Don’t take the trek in the hopes of seeing animals, though the closeness of Africa’s greatest wild beasts does bring a certain frisson of thrill to it.
    Read more about the Shira Plateau

Other Interesting places to see on Mount Kilimanjaro

There is no shortage of breathtaking scenery to see when you visit Tanzania to climb Mount Kilimanjaro. From the trailhead to the summit of Kilimanjaro, the ascent rises from 6,000 feet to 19,340 feet, passes through five natural zones, and provides many breathtaking sights.

Zebra Rocks

Zebra Rocks
These are a group of huge volcanic boulders on Mount Kilimanjaro that have stripes resembling those of the zebra.

They were produced when mineral-rich rainwater ran down on the rocks, partially rendering them white or black in certain areas. They are primarily lava cliffs.

On an acclimatization trek, the rocks serve as the destination.

On the six-day Marangu route, climbers have the choice of hiking to the rocks to acclimate to the high altitude before returning to the Horombo huts.

While others on the longer, 5-day journey go on to the Kibo huts on day 3.

Read more about the Zebra Rocks

The plane crash site on Kilimanjaro

Four passengers and the pilot were aboard a light passenger plane with Kenyan registration numbers when it crashed on Mount Kilimanjaro at a height of 14,200 feet in November 2008. On the peak in the saddle separating Uhuru and Mawenzi, the wreckage is still there.

Plane crash site on Kilimanjaro
Plane crash site on Kilimanjaro

The giant Kilimanjaro plants

Kilimanjaro is an impressive peak in and of itself, being the tallest in Africa. Kilimanjaro is particularly noteworthy as an incubator for isolated, mutant, or unusual species found nearly nowhere else because it is a free-standing mountain whose climatic zones gradually diverge from the terrain at ground level as you rise.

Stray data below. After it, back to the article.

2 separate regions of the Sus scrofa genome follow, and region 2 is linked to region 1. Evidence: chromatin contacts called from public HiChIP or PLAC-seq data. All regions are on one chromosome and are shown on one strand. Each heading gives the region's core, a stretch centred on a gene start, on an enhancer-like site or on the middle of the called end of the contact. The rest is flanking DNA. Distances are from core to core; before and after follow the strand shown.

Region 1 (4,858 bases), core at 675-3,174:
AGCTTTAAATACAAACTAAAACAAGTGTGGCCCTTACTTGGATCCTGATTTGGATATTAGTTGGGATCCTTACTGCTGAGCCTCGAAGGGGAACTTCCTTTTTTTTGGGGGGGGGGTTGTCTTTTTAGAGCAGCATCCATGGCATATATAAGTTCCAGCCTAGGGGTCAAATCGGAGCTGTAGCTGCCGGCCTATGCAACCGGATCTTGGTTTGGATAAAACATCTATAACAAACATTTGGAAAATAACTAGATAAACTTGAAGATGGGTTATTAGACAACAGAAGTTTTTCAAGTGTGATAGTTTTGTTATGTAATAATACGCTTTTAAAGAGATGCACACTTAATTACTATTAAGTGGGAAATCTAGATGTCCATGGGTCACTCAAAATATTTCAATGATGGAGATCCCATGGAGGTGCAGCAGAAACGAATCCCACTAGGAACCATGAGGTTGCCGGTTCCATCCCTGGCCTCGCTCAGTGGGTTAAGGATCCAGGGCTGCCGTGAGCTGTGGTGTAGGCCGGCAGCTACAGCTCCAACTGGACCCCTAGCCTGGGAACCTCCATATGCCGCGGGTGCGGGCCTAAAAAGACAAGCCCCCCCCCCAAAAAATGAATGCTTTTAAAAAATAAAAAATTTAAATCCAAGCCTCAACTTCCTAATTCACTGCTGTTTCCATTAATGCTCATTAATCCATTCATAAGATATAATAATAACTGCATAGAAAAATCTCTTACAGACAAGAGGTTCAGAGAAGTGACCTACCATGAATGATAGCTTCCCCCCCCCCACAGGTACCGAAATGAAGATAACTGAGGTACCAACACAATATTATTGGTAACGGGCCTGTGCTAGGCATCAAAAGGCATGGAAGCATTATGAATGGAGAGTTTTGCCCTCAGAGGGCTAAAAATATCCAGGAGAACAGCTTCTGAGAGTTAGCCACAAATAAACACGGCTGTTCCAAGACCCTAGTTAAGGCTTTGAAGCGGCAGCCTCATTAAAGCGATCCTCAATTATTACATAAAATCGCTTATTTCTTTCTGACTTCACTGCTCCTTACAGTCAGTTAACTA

The huge groundsel variety Dendrosenecio kilimanjari is one of those species that stands out the most.
Only on Kilimanjaro and only at 14,000 feet can one find these strange-looking plants, which resemble a cross between a burned-up cactus and a pineapple. Related but equally isolated sub-varieties of enormous groundsel can also “only be found” on a few other East African mountains.

The plants have developed nyctinastic leaf movement, which causes the leaves to close when the temperature drops too low, a natural “anti-freeze,” and self-insulation through withered and dead foliage in order to survive in such a harsh environment, where temperatures routinely drop below freezing overnight (part of the reason the groundsels look so strange).

On Kilimanjaro and other East African highlands, evolution is really the name of the game for huge groundsels. Although no two species are precisely same, it is thought that they all descended from common groundsel roughly a million years ago and gradually ascended the slopes through the gradual process of windborne seed dispersal.

Giant Kilimanjaro plants
Giant Kilimanjaro plants